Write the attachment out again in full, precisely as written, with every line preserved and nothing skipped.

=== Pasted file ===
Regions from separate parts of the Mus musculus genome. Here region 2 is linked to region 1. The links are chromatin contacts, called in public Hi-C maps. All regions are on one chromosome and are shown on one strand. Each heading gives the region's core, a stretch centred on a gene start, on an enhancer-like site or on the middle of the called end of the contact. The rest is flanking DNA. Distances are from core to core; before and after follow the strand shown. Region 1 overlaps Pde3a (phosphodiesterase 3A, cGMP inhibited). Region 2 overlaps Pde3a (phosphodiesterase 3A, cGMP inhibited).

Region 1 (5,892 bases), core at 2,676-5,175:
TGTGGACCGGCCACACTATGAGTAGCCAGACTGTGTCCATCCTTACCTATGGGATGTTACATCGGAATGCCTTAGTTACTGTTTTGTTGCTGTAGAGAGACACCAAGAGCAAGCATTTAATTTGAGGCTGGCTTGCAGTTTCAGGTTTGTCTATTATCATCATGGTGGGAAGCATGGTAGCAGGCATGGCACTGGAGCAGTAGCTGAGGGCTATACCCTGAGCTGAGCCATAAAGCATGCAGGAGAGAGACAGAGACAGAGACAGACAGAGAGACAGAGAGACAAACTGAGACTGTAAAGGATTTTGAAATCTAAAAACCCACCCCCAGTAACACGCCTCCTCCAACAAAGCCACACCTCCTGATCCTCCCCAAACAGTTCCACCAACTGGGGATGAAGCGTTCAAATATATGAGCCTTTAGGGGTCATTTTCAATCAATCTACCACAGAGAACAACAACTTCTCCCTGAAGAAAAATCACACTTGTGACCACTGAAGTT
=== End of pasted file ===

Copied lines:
Regions from separate parts of the Mus musculus genome. Here region 2 is linked to region 1. The links are chromatin contacts, called in public Hi-C maps. All regions are on one chromosome and are shown on one strand. Each heading gives the region's core, a stretch centred on a gene start, on an enhancer-like site or on the middle of the called end of the contact. The rest is flanking DNA. Distances are from core to core; before and after follow the strand shown. Region 1 overlaps Pde3a (phosphodiesterase 3A, cGMP inhibited). Region 2 overlaps Pde3a (phosphodiesterase 3A, cGMP inhibited).

Region 1 (5,892 bases), core at 2,676-5,175:
TGTGGACCGGCCACACTATGAGTAGCCAGACTGTGTCCATCCTTACCTATGGGATGTTACATCGGAATGCCTTAGTTACTGTTTTGTTGCTGTAGAGAGACACCAAGAGCAAGCATTTAATTTGAGGCTGGCTTGCAGTTTCAGGTTTGTCTATTATCATCATGGTGGGAAGCATGGTAGCAGGCATGGCACTGGAGCAGTAGCTGAGGGCTATACCCTGAGCTGAGCCATAAAGCATGCAGGAGAGAGACAGAGACAGAGACAGACAGAGAGACAGAGAGACAAACTGAGACTGTAAAGGATTTTGAAATCTAAAAACCCACCCCCAGTAACACGCCTCCTCCAACAAAGCCACACCTCCTGATCCTCCCCAAACAGTTCCACCAACTGGGGATGAAGCGTTCAAATATATGAGCCTTTAGGGGTCATTTTCAATCAATCTACCACAGAGAACAACAACTTCTCCCTGAAGAAAAATCACACTTGTGACCACTGAAGTT